Families of severely oligozoospermic men were much more likely to develop three types of cancer: colon cancer (16% higher risk), bone and joint cancer (143% increased risk), and testicular cancer (134% increased risk). The researchers also discovered a 61% decrease in the risk of esophageal cancer (gullet carcinoma).

The researchers discovered that the risk of cancer and the forms of cancer differed substantially among families of males with fertility issues, both by type of subfertility and within subfertility types. This could explain why earlier investigations found inconsistent links between subfertility and malignancy. For example, the study discovered an increased risk of testicular cancer in only one-third of oligozoospermic men’s families, but the risk increased four- to 24-fold depending on family cluster.

The researchers discovered 13 family groupings among azoospermic men. One cluster, which contained the majority of the families, had a cancer risk that was comparable to the overall population. However, the remaining 12 clusters all showed a higher risk of acquiring at least one type of cancer. There were 12 unique clusters among oligozoospermic men’s families, and all of them were at a higher risk of developing at least one malignancy.

“Our study identified several unique patterns of cancer risk in families of men with poor fertility. When family members share cancer risk patterns, it suggests that they have genetic, environmental, or health behaviors in common. Genetic and environmental exposures can also act together to increase cancer risk,” said Dr. Ramsay.

“By identifying which groups of families have similar cancer risk patterns we can improve our understanding of the biological mechanisms of both cancer and infertility. It will help us to assess the risk of cancer for families and provide improved patient counseling.”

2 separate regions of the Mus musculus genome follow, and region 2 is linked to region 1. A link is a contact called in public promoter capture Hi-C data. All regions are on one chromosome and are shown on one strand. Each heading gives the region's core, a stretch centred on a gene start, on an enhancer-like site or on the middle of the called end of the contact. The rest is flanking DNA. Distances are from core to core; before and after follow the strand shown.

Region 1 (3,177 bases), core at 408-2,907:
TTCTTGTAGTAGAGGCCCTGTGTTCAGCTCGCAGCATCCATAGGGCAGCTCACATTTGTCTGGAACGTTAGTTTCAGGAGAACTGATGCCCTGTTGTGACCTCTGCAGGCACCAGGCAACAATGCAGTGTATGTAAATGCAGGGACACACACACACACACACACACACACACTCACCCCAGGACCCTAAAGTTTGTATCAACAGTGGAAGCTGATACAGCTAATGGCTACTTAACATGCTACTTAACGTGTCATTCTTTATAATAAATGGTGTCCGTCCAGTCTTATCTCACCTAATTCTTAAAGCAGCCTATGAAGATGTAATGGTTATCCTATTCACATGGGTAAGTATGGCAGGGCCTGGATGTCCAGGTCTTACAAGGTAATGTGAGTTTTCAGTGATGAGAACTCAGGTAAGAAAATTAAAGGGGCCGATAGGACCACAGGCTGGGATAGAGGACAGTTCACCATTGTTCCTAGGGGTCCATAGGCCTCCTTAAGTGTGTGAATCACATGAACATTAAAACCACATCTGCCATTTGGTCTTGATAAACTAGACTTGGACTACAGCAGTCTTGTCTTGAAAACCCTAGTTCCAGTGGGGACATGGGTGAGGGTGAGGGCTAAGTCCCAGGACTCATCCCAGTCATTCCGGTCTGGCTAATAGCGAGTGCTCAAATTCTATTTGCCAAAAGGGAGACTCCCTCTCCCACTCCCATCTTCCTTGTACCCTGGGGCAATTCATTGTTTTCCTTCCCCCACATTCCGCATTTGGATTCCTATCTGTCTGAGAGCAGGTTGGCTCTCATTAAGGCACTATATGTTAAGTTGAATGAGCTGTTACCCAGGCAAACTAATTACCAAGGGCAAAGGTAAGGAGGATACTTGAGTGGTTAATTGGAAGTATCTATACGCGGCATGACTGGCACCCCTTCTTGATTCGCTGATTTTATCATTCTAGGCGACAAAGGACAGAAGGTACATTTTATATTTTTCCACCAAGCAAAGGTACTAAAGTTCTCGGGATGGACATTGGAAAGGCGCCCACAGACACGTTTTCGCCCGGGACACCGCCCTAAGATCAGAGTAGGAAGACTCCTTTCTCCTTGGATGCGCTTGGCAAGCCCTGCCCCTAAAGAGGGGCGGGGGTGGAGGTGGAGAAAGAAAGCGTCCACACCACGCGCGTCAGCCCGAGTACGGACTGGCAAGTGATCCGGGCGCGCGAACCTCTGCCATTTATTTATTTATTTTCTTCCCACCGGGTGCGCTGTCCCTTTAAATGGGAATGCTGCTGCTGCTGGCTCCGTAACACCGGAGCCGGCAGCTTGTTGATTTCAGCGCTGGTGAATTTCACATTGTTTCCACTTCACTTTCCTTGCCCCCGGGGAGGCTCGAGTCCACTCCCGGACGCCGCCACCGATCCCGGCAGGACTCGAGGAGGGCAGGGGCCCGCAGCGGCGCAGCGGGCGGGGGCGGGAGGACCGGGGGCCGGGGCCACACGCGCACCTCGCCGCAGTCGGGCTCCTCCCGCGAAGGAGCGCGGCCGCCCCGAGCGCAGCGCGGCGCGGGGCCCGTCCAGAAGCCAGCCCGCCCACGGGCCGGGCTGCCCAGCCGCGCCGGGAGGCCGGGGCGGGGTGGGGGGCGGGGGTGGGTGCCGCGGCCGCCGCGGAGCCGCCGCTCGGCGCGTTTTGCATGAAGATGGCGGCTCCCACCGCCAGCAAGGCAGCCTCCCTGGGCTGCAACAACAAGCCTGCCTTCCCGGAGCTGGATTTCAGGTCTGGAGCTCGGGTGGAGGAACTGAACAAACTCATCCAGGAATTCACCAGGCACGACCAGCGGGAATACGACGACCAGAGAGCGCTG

The researchers conducted genetic sequencing tests to hunt for particular genetic alterations that could be causing the links between subfertility and cancer observed in this study.

The study’s strengths include the utilization of data from population registries to determine family structure, cancer diagnosis, and subfertility.

Limitations include a lack of semen measures for the fertile men, a lack of information on other health conditions, lifestyle risk factors such as smoking and body mass index, and exposure to environmental risk factors among the subfertile men; and, finally, that the men with fertility problems in this study were all seen at a fertility clinic and, thus, represent a subset of the overall population of subfertile men who had the socioeconomic means to be evaluated by a doctor.

For more information: Joemy Ramsay et al, Describing patterns of familial cancer risk in subfertile men using population pedigree data, Human Reproduction (2023). DOI: 10.1093/humrep/dead270